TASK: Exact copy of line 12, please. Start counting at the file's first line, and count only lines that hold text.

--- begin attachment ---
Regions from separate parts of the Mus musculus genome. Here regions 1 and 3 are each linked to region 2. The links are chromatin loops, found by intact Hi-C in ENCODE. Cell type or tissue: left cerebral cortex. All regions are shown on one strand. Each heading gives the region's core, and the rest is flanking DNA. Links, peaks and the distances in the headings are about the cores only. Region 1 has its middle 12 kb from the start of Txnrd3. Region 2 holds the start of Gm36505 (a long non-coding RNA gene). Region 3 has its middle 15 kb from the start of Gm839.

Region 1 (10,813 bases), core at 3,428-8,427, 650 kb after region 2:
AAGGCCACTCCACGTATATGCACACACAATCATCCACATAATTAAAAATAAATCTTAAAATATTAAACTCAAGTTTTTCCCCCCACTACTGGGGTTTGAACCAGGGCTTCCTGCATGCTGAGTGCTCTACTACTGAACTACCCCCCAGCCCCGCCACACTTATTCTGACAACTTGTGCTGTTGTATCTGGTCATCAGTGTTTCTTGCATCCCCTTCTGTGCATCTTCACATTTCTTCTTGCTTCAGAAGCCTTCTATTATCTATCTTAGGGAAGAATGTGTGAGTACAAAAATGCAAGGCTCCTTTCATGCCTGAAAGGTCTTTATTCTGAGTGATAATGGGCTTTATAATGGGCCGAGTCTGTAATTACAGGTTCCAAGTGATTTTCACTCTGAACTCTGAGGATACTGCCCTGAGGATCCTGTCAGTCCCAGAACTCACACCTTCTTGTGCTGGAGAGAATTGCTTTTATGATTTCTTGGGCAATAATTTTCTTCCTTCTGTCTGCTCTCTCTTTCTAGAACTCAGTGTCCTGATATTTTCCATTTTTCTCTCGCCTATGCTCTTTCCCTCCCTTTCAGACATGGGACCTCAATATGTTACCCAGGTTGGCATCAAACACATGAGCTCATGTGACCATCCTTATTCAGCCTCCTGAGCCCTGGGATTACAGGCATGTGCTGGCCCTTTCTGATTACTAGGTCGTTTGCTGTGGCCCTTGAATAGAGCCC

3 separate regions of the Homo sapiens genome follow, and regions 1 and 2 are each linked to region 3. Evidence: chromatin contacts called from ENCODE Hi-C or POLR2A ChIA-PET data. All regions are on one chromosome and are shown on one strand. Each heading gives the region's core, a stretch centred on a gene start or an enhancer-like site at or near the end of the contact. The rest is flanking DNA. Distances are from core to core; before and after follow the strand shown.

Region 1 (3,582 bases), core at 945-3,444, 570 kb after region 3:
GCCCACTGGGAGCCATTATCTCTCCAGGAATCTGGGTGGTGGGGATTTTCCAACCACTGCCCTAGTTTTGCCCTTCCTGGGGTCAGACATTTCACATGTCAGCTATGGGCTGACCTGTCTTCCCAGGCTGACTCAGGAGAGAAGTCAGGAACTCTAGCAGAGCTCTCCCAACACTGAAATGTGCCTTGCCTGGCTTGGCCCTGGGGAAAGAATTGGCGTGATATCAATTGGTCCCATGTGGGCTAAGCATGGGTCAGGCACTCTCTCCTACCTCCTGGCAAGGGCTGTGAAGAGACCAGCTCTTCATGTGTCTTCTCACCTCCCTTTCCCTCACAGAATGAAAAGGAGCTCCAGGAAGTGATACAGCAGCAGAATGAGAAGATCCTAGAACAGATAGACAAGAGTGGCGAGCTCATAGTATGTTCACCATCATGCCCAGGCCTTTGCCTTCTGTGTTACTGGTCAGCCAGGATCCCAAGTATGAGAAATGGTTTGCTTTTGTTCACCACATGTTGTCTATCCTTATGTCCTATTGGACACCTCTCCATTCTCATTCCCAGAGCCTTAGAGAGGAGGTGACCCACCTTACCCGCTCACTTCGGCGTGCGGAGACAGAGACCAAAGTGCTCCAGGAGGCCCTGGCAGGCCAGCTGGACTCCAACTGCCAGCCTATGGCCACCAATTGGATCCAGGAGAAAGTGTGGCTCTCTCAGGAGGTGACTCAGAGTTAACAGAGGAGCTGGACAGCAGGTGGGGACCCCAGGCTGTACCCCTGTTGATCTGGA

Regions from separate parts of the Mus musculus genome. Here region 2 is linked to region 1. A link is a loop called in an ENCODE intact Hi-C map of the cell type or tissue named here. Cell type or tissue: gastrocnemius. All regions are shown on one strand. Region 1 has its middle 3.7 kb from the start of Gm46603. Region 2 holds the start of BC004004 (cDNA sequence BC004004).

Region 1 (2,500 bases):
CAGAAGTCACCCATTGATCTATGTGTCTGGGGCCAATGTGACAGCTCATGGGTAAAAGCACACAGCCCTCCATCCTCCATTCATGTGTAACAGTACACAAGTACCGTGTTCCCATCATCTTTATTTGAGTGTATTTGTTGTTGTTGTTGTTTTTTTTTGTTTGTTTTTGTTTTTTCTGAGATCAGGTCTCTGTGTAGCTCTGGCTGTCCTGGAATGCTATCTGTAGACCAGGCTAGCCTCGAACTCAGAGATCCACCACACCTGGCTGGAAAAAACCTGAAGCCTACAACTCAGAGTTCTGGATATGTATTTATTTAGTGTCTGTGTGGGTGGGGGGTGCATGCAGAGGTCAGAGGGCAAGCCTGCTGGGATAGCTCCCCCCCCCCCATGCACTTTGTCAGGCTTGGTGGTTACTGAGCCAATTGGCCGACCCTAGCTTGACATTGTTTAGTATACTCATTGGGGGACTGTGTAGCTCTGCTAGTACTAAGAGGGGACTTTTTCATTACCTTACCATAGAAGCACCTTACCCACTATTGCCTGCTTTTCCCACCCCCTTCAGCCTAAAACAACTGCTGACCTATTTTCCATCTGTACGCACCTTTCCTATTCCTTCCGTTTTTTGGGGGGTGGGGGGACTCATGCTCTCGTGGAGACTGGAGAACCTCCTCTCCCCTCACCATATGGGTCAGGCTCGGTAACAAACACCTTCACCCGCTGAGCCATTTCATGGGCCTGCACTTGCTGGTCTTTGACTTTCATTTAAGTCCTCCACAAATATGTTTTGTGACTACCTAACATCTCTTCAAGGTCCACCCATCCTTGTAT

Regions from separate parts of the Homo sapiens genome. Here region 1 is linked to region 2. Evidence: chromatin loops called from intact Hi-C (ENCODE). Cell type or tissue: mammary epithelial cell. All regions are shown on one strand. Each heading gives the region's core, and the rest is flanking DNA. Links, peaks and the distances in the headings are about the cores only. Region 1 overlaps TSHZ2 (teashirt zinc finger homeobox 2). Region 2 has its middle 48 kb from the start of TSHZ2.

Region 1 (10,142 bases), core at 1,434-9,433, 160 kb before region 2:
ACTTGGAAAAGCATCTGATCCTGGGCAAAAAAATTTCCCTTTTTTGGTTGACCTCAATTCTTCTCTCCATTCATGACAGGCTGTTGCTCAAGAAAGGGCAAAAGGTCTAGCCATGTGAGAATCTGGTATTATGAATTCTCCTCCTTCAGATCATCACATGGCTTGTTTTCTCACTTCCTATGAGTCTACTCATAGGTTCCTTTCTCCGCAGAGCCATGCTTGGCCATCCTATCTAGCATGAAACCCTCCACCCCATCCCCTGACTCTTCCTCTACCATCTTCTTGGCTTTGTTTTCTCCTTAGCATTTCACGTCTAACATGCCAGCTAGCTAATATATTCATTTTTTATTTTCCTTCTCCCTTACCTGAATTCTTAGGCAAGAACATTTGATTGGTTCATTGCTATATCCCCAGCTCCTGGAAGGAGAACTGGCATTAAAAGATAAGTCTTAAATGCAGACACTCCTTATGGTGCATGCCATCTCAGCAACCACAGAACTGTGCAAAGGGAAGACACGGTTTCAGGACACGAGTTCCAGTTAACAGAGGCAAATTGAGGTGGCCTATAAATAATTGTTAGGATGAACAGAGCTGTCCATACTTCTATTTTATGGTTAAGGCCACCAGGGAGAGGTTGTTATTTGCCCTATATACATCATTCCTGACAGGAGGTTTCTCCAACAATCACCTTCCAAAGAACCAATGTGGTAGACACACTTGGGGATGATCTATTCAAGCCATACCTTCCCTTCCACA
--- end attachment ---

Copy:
ACTTGGAAAAGCATCTGATCCTGGGCAAAAAAATTTCCCTTTTTTGGTTGACCTCAATTCTTCTCTCCATTCATGACAGGCTGTTGCTCAAGAAAGGGCAAAAGGTCTAGCCATGTGAGAATCTGGTATTATGAATTCTCCTCCTTCAGATCATCACATGGCTTGTTTTCTCACTTCCTATGAGTCTACTCATAGGTTCCTTTCTCCGCAGAGCCATGCTTGGCCATCCTATCTAGCATGAAACCCTCCACCCCATCCCCTGACTCTTCCTCTACCATCTTCTTGGCTTTGTTTTCTCCTTAGCATTTCACGTCTAACATGCCAGCTAGCTAATATATTCATTTTTTATTTTCCTTCTCCCTTACCTGAATTCTTAGGCAAGAACATTTGATTGGTTCATTGCTATATCCCCAGCTCCTGGAAGGAGAACTGGCATTAAAAGATAAGTCTTAAATGCAGACACTCCTTATGGTGCATGCCATCTCAGCAACCACAGAACTGTGCAAAGGGAAGACACGGTTTCAGGACACGAGTTCCAGTTAACAGAGGCAAATTGAGGTGGCCTATAAATAATTGTTAGGATGAACAGAGCTGTCCATACTTCTATTTTATGGTTAAGGCCACCAGGGAGAGGTTGTTATTTGCCCTATATACATCATTCCTGACAGGAGGTTTCTCCAACAATCACCTTCCAAAGAACCAATGTGGTAGACACACTTGGGGATGATCTATTCAAGCCATACCTTCCCTTCCACA